SICB Division of Evolutionary Developmental Biology (DEDB)

DEDB Researchers Database Entry

Tamara Franz-Odendaal

The development and evolution of ocular skeletons
My broad interest is in comparative vertebrate craniofacial development and evolution - currently I have focused my research on the eye and its associated skeleton. Vertebrate eye development is complex involving a series of inductive interactions. During ontogeny the optic cup is formed prior to development of the surrounding skeletal elements. The developing eye moulds an orbit of the appropriate size and thus a close relationship between the eye and skeleton exists during development. Within the eye, skeletal elements (scleral ossicles, scleral cartilage) may be present.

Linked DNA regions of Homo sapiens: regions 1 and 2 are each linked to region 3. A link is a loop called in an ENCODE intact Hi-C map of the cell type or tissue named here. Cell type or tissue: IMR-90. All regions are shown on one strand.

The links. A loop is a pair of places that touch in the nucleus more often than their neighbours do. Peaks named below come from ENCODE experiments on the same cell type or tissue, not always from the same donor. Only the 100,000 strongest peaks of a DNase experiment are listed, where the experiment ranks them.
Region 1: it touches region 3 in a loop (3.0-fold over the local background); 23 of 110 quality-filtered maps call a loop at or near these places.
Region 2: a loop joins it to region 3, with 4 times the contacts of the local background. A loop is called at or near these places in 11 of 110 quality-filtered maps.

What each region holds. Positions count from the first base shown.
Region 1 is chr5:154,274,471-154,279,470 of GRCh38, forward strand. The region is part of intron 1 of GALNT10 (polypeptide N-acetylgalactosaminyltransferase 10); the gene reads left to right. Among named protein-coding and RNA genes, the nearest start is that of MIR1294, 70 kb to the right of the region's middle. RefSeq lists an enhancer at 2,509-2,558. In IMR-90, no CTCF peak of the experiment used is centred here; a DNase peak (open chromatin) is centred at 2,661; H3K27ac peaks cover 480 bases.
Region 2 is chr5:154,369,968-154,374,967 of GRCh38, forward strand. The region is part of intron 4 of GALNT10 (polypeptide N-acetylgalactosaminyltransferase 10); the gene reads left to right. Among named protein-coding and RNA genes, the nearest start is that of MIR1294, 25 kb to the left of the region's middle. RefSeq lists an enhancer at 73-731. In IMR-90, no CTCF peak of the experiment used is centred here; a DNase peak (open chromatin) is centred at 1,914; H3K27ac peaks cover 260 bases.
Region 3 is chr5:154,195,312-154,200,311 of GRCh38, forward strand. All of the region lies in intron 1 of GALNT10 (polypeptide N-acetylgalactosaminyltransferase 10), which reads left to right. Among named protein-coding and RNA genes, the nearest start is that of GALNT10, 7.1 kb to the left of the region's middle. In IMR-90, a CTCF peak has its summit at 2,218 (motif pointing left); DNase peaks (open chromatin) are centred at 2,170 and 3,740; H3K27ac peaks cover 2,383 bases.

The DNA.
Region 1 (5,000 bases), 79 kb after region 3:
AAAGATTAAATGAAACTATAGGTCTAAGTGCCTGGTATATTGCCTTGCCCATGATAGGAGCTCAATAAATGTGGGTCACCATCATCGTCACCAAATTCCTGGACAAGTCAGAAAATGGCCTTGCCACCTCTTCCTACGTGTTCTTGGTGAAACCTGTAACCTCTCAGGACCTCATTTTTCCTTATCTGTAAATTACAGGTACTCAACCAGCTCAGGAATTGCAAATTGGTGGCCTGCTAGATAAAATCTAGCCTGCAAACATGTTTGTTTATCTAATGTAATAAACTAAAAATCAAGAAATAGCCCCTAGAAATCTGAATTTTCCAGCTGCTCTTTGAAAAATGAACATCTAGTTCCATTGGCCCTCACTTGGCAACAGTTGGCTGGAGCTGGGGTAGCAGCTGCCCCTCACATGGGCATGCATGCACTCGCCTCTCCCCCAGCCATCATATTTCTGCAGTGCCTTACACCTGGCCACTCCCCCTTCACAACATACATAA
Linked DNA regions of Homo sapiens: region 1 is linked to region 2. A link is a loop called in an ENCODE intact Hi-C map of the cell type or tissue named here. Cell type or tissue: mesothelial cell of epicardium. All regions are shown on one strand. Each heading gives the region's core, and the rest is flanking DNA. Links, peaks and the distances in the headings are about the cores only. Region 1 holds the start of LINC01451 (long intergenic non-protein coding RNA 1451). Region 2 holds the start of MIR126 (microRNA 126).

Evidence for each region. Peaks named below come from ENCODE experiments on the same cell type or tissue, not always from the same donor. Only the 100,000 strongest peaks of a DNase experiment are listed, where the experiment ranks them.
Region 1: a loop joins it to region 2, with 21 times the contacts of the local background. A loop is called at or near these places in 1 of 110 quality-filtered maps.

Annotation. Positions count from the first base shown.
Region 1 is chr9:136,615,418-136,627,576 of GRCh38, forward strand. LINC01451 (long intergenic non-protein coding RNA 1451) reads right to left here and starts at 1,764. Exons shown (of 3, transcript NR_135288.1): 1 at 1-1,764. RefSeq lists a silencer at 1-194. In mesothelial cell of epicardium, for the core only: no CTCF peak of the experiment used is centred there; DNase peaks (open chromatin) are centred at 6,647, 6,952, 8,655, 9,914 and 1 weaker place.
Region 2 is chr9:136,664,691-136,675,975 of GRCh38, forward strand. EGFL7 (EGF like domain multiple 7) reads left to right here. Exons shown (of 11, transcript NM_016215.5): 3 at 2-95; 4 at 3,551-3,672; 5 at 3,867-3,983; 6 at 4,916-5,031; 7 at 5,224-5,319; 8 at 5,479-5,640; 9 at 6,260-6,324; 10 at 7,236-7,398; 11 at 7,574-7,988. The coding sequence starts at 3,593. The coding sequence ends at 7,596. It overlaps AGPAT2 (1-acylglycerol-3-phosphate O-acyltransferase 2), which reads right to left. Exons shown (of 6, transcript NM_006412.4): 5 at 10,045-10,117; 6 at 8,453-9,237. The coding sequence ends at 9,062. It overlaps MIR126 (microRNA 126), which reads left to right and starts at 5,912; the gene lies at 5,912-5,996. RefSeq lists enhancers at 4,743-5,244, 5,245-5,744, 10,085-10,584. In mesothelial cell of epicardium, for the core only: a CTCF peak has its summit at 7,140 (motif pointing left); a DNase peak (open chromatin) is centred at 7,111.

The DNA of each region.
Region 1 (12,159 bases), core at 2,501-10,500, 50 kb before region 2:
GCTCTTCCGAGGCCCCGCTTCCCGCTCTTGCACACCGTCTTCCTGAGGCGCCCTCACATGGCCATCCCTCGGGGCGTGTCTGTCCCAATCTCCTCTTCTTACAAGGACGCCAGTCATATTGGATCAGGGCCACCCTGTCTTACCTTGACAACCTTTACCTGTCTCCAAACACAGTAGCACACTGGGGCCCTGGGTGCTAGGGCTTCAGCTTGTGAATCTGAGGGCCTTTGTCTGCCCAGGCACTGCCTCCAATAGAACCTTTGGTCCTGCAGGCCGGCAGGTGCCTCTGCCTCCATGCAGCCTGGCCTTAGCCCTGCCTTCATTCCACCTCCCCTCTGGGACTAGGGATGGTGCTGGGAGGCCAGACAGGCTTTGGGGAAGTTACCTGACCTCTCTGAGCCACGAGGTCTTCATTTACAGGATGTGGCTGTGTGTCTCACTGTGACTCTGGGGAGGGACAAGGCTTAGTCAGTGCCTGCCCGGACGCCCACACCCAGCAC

My research is currently focussed on trying to understand the development (induction and patterning) and growth of these elements across different vertebrate groups. I include the study of fossil vertebrates in order to understand how the relationship between these two ocular skeletal elements has changed during the course of evolution and also whether these elements are homologous across vertebrate groups. Currently I am using molecular techniques (RT-PCR, in situ hybridization, immunocytochemistry), experimental embryology and microscopy (light, confocal, electron) as tools in my research program. I primarily work on chicken, zebrafish and Mexican tetra as model organisms. Shown above left is an alizarin red stained chick embryo showing scleral ossicles surrounding the eye; on right is a condensation of presumptive (chick) scleral ossicle grown in culture and labelled with a fluorescent marker.